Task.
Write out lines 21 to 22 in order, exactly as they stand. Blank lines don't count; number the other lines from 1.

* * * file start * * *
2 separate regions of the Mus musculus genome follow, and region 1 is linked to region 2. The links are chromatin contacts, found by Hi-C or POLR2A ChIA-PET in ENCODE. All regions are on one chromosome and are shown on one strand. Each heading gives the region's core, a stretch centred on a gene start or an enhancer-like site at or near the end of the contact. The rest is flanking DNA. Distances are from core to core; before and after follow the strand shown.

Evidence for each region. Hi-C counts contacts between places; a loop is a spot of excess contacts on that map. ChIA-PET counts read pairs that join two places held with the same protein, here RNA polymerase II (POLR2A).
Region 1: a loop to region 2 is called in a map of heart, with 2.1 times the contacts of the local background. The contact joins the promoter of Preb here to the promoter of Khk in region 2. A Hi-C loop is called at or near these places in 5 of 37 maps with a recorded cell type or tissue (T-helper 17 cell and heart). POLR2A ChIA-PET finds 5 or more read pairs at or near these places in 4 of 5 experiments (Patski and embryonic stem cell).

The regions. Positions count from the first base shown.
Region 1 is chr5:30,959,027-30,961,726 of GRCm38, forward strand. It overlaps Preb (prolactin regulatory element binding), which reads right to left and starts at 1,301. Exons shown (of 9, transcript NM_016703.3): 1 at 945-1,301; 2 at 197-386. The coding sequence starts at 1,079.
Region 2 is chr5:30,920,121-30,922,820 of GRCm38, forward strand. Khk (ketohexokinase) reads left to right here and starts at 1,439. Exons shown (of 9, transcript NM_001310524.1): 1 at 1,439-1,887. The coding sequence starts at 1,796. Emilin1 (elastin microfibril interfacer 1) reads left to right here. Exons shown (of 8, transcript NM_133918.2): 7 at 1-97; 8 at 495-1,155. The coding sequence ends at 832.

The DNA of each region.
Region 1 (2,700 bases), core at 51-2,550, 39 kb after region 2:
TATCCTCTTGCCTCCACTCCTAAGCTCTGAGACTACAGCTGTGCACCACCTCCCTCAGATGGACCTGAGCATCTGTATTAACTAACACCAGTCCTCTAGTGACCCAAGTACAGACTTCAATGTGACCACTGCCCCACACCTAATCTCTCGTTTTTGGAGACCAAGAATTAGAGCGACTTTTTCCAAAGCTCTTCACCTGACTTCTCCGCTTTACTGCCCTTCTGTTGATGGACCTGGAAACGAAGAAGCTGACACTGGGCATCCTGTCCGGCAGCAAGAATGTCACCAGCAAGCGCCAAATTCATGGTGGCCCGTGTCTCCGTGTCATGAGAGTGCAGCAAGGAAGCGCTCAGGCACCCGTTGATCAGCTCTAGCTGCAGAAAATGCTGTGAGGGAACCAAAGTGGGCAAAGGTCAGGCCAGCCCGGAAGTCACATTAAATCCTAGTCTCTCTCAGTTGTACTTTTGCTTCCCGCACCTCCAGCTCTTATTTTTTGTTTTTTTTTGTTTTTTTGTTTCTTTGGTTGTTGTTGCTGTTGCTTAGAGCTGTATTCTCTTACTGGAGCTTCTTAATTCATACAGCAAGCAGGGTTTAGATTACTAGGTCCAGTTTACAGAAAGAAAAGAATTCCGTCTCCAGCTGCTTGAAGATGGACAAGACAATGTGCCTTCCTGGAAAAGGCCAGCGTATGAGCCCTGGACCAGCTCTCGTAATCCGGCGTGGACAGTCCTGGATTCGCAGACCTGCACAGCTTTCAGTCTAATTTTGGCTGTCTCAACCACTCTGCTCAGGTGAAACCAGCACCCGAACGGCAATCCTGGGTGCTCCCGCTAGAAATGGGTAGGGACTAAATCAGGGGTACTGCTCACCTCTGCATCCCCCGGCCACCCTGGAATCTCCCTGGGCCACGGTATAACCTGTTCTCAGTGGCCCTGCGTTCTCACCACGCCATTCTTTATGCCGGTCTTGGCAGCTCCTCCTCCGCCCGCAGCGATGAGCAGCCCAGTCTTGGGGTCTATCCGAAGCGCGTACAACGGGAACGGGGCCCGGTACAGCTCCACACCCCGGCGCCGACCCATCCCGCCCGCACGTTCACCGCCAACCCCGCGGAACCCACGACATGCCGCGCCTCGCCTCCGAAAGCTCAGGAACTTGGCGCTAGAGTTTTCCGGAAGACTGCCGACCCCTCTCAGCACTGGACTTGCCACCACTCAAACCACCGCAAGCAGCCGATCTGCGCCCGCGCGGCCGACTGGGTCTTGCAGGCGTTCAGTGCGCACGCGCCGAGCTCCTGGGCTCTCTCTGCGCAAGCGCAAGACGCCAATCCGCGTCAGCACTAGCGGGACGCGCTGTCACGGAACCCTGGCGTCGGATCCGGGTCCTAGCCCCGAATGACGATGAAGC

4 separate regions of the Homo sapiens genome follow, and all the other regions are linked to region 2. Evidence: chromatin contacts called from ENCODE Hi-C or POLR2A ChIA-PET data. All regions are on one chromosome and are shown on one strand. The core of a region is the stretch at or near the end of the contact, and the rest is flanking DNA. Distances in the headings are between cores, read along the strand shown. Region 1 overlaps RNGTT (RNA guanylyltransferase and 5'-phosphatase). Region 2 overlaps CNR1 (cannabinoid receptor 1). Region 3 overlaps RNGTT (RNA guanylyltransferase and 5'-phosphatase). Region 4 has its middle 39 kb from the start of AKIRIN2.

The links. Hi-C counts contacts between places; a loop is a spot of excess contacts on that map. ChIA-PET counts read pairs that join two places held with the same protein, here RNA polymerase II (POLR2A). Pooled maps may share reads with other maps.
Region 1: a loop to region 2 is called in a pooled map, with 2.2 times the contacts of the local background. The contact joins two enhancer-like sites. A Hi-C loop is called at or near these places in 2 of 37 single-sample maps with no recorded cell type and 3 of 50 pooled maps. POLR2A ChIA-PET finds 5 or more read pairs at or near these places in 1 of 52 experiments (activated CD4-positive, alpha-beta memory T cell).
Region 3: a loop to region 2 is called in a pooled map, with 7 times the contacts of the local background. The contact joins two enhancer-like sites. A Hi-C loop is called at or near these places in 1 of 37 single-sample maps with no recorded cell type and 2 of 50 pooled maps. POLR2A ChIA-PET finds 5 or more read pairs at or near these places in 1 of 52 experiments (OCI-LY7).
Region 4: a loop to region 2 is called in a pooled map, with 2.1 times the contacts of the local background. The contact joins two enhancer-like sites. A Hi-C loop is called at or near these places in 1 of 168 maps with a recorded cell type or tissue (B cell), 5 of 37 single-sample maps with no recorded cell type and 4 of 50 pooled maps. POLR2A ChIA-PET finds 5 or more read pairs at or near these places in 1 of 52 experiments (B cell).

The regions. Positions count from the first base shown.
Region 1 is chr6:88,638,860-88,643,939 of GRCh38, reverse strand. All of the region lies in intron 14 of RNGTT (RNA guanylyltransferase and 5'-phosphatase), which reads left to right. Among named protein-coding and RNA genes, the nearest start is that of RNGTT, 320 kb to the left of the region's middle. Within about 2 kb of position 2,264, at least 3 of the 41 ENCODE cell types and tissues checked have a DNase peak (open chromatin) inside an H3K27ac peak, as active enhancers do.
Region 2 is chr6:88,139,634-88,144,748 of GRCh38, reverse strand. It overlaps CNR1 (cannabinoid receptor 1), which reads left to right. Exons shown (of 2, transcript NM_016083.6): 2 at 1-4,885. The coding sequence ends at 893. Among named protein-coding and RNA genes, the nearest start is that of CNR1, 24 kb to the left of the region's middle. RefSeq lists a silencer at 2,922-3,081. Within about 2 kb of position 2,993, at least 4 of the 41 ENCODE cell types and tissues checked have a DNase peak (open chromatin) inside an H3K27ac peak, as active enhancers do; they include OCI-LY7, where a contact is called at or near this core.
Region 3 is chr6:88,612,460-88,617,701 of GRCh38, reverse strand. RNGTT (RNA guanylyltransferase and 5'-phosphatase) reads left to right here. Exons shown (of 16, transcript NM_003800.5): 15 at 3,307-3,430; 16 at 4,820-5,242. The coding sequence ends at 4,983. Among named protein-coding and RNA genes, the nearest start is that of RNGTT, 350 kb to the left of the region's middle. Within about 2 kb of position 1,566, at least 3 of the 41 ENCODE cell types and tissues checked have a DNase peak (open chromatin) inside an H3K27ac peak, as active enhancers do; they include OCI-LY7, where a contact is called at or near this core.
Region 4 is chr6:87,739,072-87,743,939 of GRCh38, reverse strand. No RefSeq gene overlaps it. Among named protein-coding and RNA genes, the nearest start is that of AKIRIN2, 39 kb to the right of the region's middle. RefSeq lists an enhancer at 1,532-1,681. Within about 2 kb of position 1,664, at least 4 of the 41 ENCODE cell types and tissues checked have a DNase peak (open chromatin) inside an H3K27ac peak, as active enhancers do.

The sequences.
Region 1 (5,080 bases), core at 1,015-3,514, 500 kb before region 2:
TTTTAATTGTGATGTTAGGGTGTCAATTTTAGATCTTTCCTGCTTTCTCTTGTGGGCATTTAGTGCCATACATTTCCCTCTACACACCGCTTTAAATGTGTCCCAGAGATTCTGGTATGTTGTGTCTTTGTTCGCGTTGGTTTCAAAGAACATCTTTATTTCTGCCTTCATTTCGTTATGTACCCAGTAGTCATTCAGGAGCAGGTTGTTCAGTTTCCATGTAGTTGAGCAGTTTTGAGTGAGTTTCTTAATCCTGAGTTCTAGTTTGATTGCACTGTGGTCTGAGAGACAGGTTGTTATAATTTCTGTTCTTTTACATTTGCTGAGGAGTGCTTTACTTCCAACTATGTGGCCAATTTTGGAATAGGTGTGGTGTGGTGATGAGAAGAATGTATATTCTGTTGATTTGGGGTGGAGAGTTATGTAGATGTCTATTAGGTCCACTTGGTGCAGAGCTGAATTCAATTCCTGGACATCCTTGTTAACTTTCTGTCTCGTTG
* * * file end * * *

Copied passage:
Region 1 (5,080 bases), core at 1,015-3,514, 500 kb before region 2:
TTTTAATTGTGATGTTAGGGTGTCAATTTTAGATCTTTCCTGCTTTCTCTTGTGGGCATTTAGTGCCATACATTTCCCTCTACACACCGCTTTAAATGTGTCCCAGAGATTCTGGTATGTTGTGTCTTTGTTCGCGTTGGTTTCAAAGAACATCTTTATTTCTGCCTTCATTTCGTTATGTACCCAGTAGTCATTCAGGAGCAGGTTGTTCAGTTTCCATGTAGTTGAGCAGTTTTGAGTGAGTTTCTTAATCCTGAGTTCTAGTTTGATTGCACTGTGGTCTGAGAGACAGGTTGTTATAATTTCTGTTCTTTTACATTTGCTGAGGAGTGCTTTACTTCCAACTATGTGGCCAATTTTGGAATAGGTGTGGTGTGGTGATGAGAAGAATGTATATTCTGTTGATTTGGGGTGGAGAGTTATGTAGATGTCTATTAGGTCCACTTGGTGCAGAGCTGAATTCAATTCCTGGACATCCTTGTTAACTTTCTGTCTCGTTG